American workers who previously made up the wealthiest middle class in the world have lost that distinction, according to new research that attributes the economic stagnation on rising income inequality in the US.
Economic growth in the US continues to be as strong if not stronger than other developed nations, although fewer Americans are reaping the benefit of their hard work. An analysis of income and spending numbers published Tuesday by the New York Times indicated that the wealthiest tax brackets are enjoying more financial growth, while the lower and middle income tiers are now lagging behind their counterparts throughout the world.
Median income in Canada tied with median income in the US in 2010 and has likely surpassed that number since, according to the Times. Britain, Sweden, the Netherlands, and a number of Western European countries still trail US median income, although the margin is much narrower than any forecasters had previously predicted.
The numbers were assembled from surveys taken over a 35 year period in the US and elsewhere throughout the world. The Luxembourg Income Study Database (LIS) first compiled the data before turning it over to the New York Times and independent economists.
“The idea that the median American has so much more income than the middle class in all other parts of the world is not true these days,” Harvard economist Lawrence Katz told the newspaper. “In 1960, we were massively richer than anyone else. In 1980, we were richer. In the 1990s, we were still richer.”
That change seems to have been caused by a variety of factors, with education chief among them. Americans between 16 and 24 years old rank behind the same demographic in Canada, Australia, Japan, and Scandinavia in literacy, math, and technology performance. Young Americans still rank alongside citizens in Italy and Spain, although elderly US nationals lead the world in the same categories.
Another, perhaps more substantial factor, is how companies compensate American employees. CEOs in the US make far more than those in Europe, and the poor earn far less. The minimum wage in America is lower than in other developed countries and labor unions have been weakened in recent decades, unlike on the other side of the Atlantic Ocean.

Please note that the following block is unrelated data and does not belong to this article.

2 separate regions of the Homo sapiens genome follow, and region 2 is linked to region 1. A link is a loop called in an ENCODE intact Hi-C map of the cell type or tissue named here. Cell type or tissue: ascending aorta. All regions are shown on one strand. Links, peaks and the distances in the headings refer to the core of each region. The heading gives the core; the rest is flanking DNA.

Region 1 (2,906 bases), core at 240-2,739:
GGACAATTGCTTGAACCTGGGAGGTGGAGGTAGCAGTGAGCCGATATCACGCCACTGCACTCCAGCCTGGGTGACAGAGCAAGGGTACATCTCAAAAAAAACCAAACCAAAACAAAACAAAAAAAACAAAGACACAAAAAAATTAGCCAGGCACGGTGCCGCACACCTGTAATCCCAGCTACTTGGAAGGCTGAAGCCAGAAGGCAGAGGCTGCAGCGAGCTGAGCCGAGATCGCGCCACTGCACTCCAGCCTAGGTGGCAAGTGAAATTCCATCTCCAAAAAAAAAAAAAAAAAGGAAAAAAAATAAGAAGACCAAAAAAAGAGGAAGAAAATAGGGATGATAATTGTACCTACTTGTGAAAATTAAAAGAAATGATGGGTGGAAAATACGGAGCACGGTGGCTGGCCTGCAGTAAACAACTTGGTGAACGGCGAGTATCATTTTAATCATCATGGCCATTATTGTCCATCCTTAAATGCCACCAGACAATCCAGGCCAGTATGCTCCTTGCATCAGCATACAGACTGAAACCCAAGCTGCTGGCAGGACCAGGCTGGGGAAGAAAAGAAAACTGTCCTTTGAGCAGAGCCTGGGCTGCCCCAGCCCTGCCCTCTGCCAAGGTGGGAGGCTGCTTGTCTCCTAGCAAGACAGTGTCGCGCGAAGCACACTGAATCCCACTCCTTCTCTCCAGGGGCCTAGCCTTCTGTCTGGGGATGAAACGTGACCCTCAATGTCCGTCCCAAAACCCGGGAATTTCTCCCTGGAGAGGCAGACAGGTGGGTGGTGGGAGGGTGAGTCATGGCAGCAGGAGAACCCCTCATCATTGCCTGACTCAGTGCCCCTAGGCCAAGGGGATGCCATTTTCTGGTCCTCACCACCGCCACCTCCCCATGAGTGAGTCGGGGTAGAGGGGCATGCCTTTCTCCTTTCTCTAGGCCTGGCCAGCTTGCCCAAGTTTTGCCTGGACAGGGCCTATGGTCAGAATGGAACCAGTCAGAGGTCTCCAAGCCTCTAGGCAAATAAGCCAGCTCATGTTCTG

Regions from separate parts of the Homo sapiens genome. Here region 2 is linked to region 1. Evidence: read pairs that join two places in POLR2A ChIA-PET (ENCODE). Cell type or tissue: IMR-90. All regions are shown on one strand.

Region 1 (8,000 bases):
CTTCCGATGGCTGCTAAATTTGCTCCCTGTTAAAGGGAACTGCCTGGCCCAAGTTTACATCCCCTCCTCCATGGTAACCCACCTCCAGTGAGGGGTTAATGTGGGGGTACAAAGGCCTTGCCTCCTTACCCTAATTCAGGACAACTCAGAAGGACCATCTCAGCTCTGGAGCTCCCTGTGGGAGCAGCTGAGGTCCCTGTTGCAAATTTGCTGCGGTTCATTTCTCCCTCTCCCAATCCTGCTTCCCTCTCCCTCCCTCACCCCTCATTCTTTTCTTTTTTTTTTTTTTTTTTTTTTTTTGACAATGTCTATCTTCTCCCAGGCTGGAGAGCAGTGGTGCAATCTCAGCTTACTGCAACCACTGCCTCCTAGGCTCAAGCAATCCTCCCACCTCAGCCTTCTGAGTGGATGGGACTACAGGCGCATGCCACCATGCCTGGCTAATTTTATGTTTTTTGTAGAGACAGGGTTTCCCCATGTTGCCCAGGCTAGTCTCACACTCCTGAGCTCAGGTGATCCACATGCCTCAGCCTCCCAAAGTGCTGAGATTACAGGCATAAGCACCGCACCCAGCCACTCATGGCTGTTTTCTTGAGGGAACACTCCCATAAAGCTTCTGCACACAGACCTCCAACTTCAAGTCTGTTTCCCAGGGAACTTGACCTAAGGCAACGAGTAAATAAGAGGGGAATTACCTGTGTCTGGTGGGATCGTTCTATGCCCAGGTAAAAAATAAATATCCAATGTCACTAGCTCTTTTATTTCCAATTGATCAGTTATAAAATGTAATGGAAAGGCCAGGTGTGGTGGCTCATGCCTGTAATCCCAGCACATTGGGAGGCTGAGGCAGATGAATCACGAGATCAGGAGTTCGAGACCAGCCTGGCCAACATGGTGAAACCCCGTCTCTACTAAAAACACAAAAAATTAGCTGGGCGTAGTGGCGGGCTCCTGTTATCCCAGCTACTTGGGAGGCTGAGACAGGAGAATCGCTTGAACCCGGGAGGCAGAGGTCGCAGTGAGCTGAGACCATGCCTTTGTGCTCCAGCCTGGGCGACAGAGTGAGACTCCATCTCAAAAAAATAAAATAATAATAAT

Median income in the US, after taxes, is approximately $74,000 for a family of four. Income levels rose by about 20-percent between 1980 and 2000 but have remained largely unchanged since then. Canadians, on the other hand, enjoyed an income increase of 20-percent between 2000 and 2010 alone.
Several experts, affiliated and not affiliated with LIS, told journalists David Leonhardt and Kevin Quealy that governments in Canada and throughout Western Europe also do far more to redistribute vastly uneven incomes.
Meanwhile, a mere one-third of the US population thinks the nation is moving in the right direction. Poll numbers indicate that families begin worrying about college costs when their children are increasingly young. Many of those same families think their own parents enjoyed more advantages than they do at the same point in their life.
“Things are pretty flat,” Kathy Washburn, a Iowa resident who has worked at Ace Hardware for more than 20 years but still makes an annual $33,000, told the Times. “You have mostly lower level and high and not a lot in between. People need to start in between to work their way up.”
This analysis is just the latest in a number of studies that document the increasingly difficult financial burdens so many Americans are up against. A 2012 Pew Research study identified middle class citizens as anyone who earned between $39,000 and $118,000 and found that, for the first time since the end of World War II, the number of Americans who fit into that category shrunk.
The years between 2000 and 2010 included two damaging recessions and, for middle class earners, have been described as the worst decade in modern history. By contrast, income for the wealthiest 400 Americans quadrupled during the same time.